Lhasa (AsiaNews/Agencies) - The police have arrested at least 81 people in Tibet, accused of acting against security in the region. Two of them had recorded "reactionary music" on their cell phones. Meanwhile, Tibetans are denouncing that on January 23, Pema Tsepak died from injuries he "sustained" while he was under arrest.
On January 20, Pema (in the photo), together with Thinley Ngodrub and his brother Thargyal, in the county of Dzogang, prefecture of Chamdo, carried a banner reading "independence for Tibet," distributed fliers, and chanted slogans. The police arrested them. Pema was then hospitalized with severe injuries to his intestines and kidneys, and died in the local hospital.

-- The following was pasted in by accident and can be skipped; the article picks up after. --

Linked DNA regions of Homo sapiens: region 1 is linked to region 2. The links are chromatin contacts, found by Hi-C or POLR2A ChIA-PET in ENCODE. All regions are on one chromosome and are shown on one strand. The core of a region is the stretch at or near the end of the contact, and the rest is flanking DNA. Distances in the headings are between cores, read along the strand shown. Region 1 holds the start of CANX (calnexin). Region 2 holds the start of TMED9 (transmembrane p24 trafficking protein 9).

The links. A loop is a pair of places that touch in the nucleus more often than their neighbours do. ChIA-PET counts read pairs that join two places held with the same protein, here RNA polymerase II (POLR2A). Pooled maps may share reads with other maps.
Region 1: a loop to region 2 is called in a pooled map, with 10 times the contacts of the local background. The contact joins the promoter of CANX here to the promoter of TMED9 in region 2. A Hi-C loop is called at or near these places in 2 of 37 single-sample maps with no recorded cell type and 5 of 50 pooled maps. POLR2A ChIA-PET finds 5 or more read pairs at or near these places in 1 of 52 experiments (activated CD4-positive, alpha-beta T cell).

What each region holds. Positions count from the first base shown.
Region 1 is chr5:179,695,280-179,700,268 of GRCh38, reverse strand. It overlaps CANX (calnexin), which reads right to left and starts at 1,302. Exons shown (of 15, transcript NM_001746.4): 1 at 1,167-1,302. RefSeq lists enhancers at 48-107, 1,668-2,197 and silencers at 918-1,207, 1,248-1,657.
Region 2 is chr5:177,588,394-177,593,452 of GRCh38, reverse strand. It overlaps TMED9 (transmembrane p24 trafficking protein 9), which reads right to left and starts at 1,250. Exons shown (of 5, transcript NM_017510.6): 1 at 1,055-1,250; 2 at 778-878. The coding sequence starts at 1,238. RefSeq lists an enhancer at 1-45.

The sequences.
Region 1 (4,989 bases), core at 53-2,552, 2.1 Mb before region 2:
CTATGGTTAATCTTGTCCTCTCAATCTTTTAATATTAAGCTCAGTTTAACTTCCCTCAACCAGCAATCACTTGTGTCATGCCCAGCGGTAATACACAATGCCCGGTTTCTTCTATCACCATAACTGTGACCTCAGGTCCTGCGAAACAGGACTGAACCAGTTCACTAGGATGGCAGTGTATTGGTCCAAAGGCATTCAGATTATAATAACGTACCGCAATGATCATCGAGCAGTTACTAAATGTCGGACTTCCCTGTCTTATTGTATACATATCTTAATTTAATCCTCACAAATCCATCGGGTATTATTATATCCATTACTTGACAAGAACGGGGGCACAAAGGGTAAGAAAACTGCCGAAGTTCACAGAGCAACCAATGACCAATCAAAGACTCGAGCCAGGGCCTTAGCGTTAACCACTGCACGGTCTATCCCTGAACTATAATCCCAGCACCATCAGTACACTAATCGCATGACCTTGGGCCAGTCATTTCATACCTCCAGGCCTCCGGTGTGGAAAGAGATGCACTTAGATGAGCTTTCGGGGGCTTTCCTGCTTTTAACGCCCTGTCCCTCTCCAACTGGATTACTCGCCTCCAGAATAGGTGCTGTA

On January 24, 51 people were arrested for unspecified crimes; on the 25th another 30 were arrested for robbery, prostitution, and theft. At least two of them have been accused of possessing "reactionary music," which in general are songs praising the Dalai Lama.
Since January 18, the police in Lhasa have been carrying out a "crackdown against crime," raiding homes, hotels, rented rooms, internet cafés and bars, "checking" about 6,000 people, according to state media.
The group International Campaign for Tibet denounces that this operation "appears to be intended to intimidate Tibetans still further," in order to prevent possible protests and commemorations of the Chinese repressions on March 10, 1959 (when the Dalai Lama was forced into exile) and on March 14, 2008, when the armed forces violently cut off the protests of the Tibetans. For Beijing, it is "normal" to arrest people believed to be subversive before major events, in order to prevent public protests.
In December, there were 59 "official" arrests of people accused of making subversive statements and downloading reactionary music.